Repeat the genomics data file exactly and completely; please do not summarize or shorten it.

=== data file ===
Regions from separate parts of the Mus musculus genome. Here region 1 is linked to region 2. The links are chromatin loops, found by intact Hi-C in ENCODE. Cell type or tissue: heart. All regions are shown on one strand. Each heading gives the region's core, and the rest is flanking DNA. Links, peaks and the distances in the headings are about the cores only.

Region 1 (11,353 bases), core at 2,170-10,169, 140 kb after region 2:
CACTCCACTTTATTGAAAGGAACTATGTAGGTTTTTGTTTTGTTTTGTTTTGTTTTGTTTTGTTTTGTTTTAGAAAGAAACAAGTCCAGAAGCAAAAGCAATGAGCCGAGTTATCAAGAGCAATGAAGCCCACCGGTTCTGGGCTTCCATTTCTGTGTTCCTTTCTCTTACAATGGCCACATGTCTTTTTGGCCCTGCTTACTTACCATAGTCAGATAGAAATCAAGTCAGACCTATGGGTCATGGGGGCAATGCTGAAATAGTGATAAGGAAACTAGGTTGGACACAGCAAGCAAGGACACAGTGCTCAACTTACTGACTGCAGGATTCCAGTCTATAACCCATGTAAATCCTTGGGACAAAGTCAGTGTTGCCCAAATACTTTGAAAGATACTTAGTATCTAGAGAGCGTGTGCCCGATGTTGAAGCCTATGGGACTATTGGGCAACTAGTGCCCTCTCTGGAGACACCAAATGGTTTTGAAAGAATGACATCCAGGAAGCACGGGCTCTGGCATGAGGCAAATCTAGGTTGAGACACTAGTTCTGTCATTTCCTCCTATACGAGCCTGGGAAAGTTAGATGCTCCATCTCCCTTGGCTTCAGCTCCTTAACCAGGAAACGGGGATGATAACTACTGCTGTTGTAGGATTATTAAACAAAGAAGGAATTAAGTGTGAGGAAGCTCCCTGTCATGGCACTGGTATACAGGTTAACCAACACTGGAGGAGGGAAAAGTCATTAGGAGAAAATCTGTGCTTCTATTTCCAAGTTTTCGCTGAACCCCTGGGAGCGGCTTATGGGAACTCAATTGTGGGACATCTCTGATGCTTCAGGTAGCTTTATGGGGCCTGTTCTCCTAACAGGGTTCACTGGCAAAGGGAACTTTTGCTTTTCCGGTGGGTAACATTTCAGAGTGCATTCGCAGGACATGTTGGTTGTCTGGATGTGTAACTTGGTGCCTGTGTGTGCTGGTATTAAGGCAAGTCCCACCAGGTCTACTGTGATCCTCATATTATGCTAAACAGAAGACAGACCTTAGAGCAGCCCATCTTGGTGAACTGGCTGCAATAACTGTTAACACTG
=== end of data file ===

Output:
Regions from separate parts of the Mus musculus genome. Here region 1 is linked to region 2. The links are chromatin loops, found by intact Hi-C in ENCODE. Cell type or tissue: heart. All regions are shown on one strand. Each heading gives the region's core, and the rest is flanking DNA. Links, peaks and the distances in the headings are about the cores only.

Region 1 (11,353 bases), core at 2,170-10,169, 140 kb after region 2:
CACTCCACTTTATTGAAAGGAACTATGTAGGTTTTTGTTTTGTTTTGTTTTGTTTTGTTTTGTTTTGTTTTAGAAAGAAACAAGTCCAGAAGCAAAAGCAATGAGCCGAGTTATCAAGAGCAATGAAGCCCACCGGTTCTGGGCTTCCATTTCTGTGTTCCTTTCTCTTACAATGGCCACATGTCTTTTTGGCCCTGCTTACTTACCATAGTCAGATAGAAATCAAGTCAGACCTATGGGTCATGGGGGCAATGCTGAAATAGTGATAAGGAAACTAGGTTGGACACAGCAAGCAAGGACACAGTGCTCAACTTACTGACTGCAGGATTCCAGTCTATAACCCATGTAAATCCTTGGGACAAAGTCAGTGTTGCCCAAATACTTTGAAAGATACTTAGTATCTAGAGAGCGTGTGCCCGATGTTGAAGCCTATGGGACTATTGGGCAACTAGTGCCCTCTCTGGAGACACCAAATGGTTTTGAAAGAATGACATCCAGGAAGCACGGGCTCTGGCATGAGGCAAATCTAGGTTGAGACACTAGTTCTGTCATTTCCTCCTATACGAGCCTGGGAAAGTTAGATGCTCCATCTCCCTTGGCTTCAGCTCCTTAACCAGGAAACGGGGATGATAACTACTGCTGTTGTAGGATTATTAAACAAAGAAGGAATTAAGTGTGAGGAAGCTCCCTGTCATGGCACTGGTATACAGGTTAACCAACACTGGAGGAGGGAAAAGTCATTAGGAGAAAATCTGTGCTTCTATTTCCAAGTTTTCGCTGAACCCCTGGGAGCGGCTTATGGGAACTCAATTGTGGGACATCTCTGATGCTTCAGGTAGCTTTATGGGGCCTGTTCTCCTAACAGGGTTCACTGGCAAAGGGAACTTTTGCTTTTCCGGTGGGTAACATTTCAGAGTGCATTCGCAGGACATGTTGGTTGTCTGGATGTGTAACTTGGTGCCTGTGTGTGCTGGTATTAAGGCAAGTCCCACCAGGTCTACTGTGATCCTCATATTATGCTAAACAGAAGACAGACCTTAGAGCAGCCCATCTTGGTGAACTGGCTGCAATAACTGTTAACACTG